Local running groups set up by specialty running stores can add value to runners’ experiences and create brand loyalty, too. Thirty-four percent of runners who participated in the 2017 National Runner Survey trained with a local running group; but 40 percent of the more than 6,800 respondents were not involved in a running group.
Farley said getting someone involved in a Pacers running group can be a portal: it can draw them in to future events, push them to sign up for new races, help them meet new people or encourage them to listen to the company’s podcast, Pace the Nation.
“Our goal is to get people into a couple of those communities,” he said. “Our best customers are people who are involved in every single one of those. We have to find ways to connect with people on many different levels, with the ultimate goal to inspire them to run.”
“If you do stay authentic and stay super passionate about [running], that’s going to lead to sales.”
Competition around every corner
“Runners are no longer just running,” Farley also said.
Around the D.C. region, boutique gyms such as solidcore, Orangetheory fitness and Pure Barre are gaining popularity. The trend has reverberated through the specialty running store business, Farley said, grabbing the interest of runners who are looking to mix up their workouts.
“Around every corner there is something that you don’t need shoes — or the shoes that we are selling — to do,” he said. “We have to be bold, try new things, put ourselves out there, connect with runners who are trying new things.”
For Pacers, that means working with some of these businesses and being prepared to “diversify what we are doing and who we are.”
Meanwhile, Potomac River Running is working to rebrand itself as a “fitness place,” Pugsley said. It’s reaching out to schools, corporations, fire departments, walkers — anyone who wears shoes — to let them know “we aren’t just for runners,” he said.
“Everybody has a pair of athletic shoes in their closet, and everyone wants them to be comfortable, so every one of those people is a target audience for us,” Pugsley said.
Performance sneaker sales were down 1 percent in 2017, but casual sneaker sales were up, said Andy Polk, Senior Vice President at Footwear Distributors and Retailers of America, a trade organization. The rise of what Polk calls “brunch shoes” are a reflection that “America is becoming more casual, but not more performance driven.”
Trendwatching like that is high on RnJ Sports’ priority list. Knowing what’s hot and keeping a product selection that reflects it is one of the things Scherf strives for.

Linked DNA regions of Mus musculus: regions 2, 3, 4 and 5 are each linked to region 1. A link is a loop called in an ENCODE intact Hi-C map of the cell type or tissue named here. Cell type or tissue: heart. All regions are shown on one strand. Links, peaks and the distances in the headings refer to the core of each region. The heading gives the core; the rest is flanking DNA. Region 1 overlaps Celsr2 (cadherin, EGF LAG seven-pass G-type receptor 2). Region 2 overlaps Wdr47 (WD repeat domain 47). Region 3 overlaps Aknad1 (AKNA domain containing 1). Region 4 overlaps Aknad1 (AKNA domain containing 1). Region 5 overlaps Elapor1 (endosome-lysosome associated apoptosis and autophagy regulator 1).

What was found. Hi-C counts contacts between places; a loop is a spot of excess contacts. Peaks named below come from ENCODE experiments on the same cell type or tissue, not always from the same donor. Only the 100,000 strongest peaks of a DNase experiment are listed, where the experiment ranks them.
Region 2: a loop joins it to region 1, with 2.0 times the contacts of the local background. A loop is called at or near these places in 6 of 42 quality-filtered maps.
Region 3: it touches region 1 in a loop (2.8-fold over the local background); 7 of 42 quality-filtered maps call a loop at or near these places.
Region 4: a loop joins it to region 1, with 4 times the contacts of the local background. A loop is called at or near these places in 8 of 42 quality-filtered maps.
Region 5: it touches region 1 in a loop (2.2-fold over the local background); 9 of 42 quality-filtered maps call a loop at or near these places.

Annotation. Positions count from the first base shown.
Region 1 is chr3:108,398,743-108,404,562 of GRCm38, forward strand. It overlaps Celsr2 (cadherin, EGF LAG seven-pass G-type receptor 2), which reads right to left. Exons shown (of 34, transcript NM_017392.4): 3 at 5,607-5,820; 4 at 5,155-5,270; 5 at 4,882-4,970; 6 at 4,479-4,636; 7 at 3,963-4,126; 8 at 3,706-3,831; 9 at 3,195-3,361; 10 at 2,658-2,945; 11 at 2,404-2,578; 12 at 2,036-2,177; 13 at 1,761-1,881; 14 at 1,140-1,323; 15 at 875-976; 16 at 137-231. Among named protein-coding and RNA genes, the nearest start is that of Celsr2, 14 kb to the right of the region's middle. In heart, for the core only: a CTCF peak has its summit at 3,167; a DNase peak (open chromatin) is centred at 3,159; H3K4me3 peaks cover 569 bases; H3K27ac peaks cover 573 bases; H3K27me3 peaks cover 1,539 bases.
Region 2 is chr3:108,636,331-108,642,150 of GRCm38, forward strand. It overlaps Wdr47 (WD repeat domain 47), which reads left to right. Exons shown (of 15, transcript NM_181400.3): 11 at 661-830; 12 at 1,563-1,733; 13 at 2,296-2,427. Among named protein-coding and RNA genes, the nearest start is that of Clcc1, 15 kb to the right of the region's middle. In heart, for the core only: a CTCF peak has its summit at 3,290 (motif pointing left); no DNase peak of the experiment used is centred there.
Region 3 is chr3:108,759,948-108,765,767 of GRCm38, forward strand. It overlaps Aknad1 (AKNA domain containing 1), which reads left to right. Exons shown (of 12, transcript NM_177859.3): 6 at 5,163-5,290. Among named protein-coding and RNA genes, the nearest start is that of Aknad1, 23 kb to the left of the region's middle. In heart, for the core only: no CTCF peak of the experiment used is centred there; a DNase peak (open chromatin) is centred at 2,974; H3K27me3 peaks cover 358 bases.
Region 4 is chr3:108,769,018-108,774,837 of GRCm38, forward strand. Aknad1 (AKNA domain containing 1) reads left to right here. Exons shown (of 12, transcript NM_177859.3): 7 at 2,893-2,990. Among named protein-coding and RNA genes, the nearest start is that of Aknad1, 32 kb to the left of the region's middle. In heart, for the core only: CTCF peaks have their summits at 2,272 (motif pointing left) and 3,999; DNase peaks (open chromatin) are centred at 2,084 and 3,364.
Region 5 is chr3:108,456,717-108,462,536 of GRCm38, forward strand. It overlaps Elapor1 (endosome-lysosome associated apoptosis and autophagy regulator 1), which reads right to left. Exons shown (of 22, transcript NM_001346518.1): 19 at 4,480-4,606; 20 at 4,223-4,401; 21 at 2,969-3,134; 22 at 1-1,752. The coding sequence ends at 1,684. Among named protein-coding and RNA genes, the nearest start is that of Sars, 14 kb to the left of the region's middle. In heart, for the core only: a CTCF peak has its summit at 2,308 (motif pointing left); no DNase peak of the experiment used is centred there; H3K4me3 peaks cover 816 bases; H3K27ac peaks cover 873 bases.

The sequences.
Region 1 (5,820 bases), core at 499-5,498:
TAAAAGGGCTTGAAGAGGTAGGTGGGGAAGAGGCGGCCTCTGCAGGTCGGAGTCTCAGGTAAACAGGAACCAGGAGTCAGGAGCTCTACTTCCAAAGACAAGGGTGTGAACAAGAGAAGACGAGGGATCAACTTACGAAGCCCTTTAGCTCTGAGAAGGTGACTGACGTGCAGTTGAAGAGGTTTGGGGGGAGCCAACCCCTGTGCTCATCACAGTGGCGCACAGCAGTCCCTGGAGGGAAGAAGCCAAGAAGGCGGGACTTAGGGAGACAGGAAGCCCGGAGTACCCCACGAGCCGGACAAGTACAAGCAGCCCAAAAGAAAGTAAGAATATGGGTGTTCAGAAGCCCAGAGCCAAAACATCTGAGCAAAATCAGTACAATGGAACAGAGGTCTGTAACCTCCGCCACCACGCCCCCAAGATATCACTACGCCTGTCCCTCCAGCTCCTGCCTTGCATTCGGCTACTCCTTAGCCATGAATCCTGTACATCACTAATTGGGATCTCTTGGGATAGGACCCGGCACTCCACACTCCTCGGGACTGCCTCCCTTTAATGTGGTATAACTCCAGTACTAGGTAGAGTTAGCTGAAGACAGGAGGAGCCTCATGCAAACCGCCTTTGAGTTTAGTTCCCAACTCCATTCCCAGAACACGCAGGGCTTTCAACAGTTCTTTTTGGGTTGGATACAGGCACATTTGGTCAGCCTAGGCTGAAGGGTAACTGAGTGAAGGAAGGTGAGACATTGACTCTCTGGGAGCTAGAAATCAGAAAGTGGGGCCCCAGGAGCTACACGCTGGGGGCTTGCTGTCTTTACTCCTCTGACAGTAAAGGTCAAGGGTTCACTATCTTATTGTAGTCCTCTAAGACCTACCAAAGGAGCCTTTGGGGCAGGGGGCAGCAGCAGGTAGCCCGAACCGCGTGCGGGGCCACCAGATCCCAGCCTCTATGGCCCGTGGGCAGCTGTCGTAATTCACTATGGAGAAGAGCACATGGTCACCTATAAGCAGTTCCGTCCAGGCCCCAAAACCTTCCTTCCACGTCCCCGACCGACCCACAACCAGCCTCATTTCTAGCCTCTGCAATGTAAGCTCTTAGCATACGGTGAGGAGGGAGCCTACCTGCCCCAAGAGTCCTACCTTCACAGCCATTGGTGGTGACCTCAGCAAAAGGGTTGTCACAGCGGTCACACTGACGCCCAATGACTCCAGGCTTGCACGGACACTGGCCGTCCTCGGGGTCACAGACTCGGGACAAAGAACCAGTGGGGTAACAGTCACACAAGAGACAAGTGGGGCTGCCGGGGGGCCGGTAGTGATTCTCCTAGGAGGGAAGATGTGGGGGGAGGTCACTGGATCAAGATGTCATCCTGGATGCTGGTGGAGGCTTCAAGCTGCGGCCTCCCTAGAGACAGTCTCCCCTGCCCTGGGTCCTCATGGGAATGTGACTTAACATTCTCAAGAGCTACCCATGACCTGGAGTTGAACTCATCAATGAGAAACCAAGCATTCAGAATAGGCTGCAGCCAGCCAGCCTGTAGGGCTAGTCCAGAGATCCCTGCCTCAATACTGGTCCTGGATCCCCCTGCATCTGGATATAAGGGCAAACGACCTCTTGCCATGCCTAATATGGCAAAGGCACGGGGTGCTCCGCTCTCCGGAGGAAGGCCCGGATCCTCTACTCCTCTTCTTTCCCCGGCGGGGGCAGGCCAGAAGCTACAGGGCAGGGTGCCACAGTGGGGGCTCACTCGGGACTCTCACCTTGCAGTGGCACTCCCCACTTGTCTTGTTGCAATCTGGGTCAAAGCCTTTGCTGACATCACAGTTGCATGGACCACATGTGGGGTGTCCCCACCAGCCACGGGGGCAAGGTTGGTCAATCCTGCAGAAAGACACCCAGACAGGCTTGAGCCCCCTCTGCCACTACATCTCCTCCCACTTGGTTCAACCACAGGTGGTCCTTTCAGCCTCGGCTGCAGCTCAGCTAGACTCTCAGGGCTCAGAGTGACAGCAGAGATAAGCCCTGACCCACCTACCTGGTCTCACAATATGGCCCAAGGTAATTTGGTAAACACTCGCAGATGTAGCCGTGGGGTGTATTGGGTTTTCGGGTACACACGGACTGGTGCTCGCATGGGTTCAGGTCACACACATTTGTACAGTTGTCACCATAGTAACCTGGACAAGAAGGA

“We are constantly learning new things and keeping up with what’s happening,” Scherf said.
What are runners looking for?
So what exactly are runners looking for in a shoe- or apparel-buying experience?
Pugsley said all customers value price, convenience and service — the last of which is where specialty running stores can thrive.
Farley has a similar philosophy: “We have to be more purposeful and our connections with individuals, more than ever. When you come into our store, we have to make a connection and make a memorable experience. It has nothing to do with sales, but that’s the key to meeting our bottom line.”
The D.C. market is a different one, too, Pugsley added. Because of its transient nature, it’s difficult to establish a large core group of loyal customers. Also, D.C. is a time-stretched, commuting population where people want to know “if they stop in our store, we will have what they are looking for and with great service and a good experience?”
“People spend so much time commuting around here they don’t seem to want to be wasting any extra time getting what they want where they want it,” he said.
Potomac River Running’s answer is an online store where customers can shop for what’s at the locations and reserve a shoe to try on later at the store or complete their purchase and have it shipped directly to their house.
“We want people to come in when it’s convenient and then blow them away with our service,” Pugsley said.
Looking toward the future is crucial for all store owners, Farley said. He envisions a world where running stores “are no longer going to be just at the corner of your Main Street anymore.” They will have to come to the customers… and be available on their smartphones, too.”
“More than that, we have to bring connection, personality and authentic energy for running to you. I think that’s where we really win,” Farley said. “But if we can figure out a way to deliver authentic energy to you the same day in a box, we can’t be beat.”
Despite the new challenges they’re facing, one place where competition is not flourishing is between the local specialty running stores, Pugsley said.
“I’m a cheerleader for all of us,” he said. “By having other strong specialty running stores in the general geography, it really builds a strong community and helps all of us in the long run.”